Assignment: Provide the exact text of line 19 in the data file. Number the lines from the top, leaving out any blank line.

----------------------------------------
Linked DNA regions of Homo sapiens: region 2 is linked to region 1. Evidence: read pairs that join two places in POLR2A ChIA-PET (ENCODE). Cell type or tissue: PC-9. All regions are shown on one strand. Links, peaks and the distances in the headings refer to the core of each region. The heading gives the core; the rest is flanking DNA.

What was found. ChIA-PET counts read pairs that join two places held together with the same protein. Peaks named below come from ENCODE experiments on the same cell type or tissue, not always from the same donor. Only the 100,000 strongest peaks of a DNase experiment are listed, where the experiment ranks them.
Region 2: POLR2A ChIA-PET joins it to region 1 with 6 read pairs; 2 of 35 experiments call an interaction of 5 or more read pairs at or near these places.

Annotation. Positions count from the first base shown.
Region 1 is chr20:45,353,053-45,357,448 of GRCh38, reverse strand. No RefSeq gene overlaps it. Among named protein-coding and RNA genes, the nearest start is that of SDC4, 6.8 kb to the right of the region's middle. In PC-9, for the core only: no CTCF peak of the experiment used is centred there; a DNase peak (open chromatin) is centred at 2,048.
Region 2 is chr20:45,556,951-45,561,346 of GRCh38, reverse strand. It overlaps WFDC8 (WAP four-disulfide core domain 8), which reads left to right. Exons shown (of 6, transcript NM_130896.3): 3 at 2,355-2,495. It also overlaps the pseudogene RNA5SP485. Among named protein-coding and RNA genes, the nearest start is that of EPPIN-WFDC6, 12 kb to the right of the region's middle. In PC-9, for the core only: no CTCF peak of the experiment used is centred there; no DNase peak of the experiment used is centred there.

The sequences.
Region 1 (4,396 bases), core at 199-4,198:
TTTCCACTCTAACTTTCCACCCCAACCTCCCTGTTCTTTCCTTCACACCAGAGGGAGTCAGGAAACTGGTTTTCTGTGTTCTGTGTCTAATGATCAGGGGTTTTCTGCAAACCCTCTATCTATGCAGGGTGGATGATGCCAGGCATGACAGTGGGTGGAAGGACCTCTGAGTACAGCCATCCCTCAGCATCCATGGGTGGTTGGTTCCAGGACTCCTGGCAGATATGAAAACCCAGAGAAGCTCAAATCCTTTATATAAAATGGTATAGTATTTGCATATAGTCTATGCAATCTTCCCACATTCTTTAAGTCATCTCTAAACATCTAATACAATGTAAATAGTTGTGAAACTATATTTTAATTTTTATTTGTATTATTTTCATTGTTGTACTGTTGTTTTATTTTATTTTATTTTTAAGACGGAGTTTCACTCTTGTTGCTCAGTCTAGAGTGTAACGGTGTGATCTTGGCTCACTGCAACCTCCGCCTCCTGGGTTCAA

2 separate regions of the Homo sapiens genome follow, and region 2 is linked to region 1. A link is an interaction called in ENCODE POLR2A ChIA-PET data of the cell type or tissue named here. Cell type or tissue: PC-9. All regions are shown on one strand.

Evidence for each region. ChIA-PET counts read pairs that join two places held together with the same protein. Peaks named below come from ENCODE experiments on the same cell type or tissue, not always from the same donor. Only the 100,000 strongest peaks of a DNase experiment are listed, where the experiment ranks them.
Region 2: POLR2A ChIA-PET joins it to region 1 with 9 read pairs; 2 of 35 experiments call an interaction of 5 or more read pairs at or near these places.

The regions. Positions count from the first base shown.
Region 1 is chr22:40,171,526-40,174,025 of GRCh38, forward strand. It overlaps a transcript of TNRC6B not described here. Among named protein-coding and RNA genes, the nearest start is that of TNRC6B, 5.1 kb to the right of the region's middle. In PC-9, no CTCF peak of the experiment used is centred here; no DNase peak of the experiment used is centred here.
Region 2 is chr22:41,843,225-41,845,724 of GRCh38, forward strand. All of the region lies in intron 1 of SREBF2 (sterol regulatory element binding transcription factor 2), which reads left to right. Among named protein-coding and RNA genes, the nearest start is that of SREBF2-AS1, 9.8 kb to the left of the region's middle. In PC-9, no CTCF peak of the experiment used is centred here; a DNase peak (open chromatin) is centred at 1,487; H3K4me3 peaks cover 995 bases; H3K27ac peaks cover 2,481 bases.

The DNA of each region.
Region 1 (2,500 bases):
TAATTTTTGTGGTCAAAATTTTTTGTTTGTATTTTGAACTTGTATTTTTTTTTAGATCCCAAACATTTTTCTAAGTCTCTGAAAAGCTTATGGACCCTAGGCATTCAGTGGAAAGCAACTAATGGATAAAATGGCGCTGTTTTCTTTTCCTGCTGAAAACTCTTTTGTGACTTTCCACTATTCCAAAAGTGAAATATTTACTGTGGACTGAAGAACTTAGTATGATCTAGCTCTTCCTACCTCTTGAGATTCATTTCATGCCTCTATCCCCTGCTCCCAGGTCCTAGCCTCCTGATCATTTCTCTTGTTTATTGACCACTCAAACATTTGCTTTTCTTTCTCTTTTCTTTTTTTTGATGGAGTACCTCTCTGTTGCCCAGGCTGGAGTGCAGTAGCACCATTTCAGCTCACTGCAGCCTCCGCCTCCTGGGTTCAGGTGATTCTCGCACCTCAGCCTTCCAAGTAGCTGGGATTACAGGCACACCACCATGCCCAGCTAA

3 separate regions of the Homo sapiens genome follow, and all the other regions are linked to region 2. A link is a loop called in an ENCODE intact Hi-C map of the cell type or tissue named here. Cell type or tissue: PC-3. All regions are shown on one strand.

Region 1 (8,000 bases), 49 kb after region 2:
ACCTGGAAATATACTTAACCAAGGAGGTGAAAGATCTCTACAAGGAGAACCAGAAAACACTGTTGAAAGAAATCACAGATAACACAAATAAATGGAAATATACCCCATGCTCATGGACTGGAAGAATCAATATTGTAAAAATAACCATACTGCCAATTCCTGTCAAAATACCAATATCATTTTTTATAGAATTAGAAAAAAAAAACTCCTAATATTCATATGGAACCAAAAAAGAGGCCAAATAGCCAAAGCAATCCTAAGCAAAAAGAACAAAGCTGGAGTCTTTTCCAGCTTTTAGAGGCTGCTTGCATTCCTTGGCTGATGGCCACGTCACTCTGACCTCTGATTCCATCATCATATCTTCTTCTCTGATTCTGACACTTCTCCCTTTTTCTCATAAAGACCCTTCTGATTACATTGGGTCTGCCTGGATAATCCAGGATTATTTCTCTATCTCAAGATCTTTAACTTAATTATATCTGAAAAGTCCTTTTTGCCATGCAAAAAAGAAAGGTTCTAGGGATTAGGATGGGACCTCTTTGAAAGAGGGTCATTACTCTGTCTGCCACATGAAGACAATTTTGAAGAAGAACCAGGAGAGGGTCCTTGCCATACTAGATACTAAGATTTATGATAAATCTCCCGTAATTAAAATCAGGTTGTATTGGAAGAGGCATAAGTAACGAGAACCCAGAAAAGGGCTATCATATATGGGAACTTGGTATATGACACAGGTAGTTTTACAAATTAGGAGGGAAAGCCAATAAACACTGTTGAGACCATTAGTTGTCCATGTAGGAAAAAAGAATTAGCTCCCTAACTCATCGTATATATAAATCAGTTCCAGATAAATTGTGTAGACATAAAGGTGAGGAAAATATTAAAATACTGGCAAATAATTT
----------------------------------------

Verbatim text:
3 separate regions of the Homo sapiens genome follow, and all the other regions are linked to region 2. A link is a loop called in an ENCODE intact Hi-C map of the cell type or tissue named here. Cell type or tissue: PC-3. All regions are shown on one strand.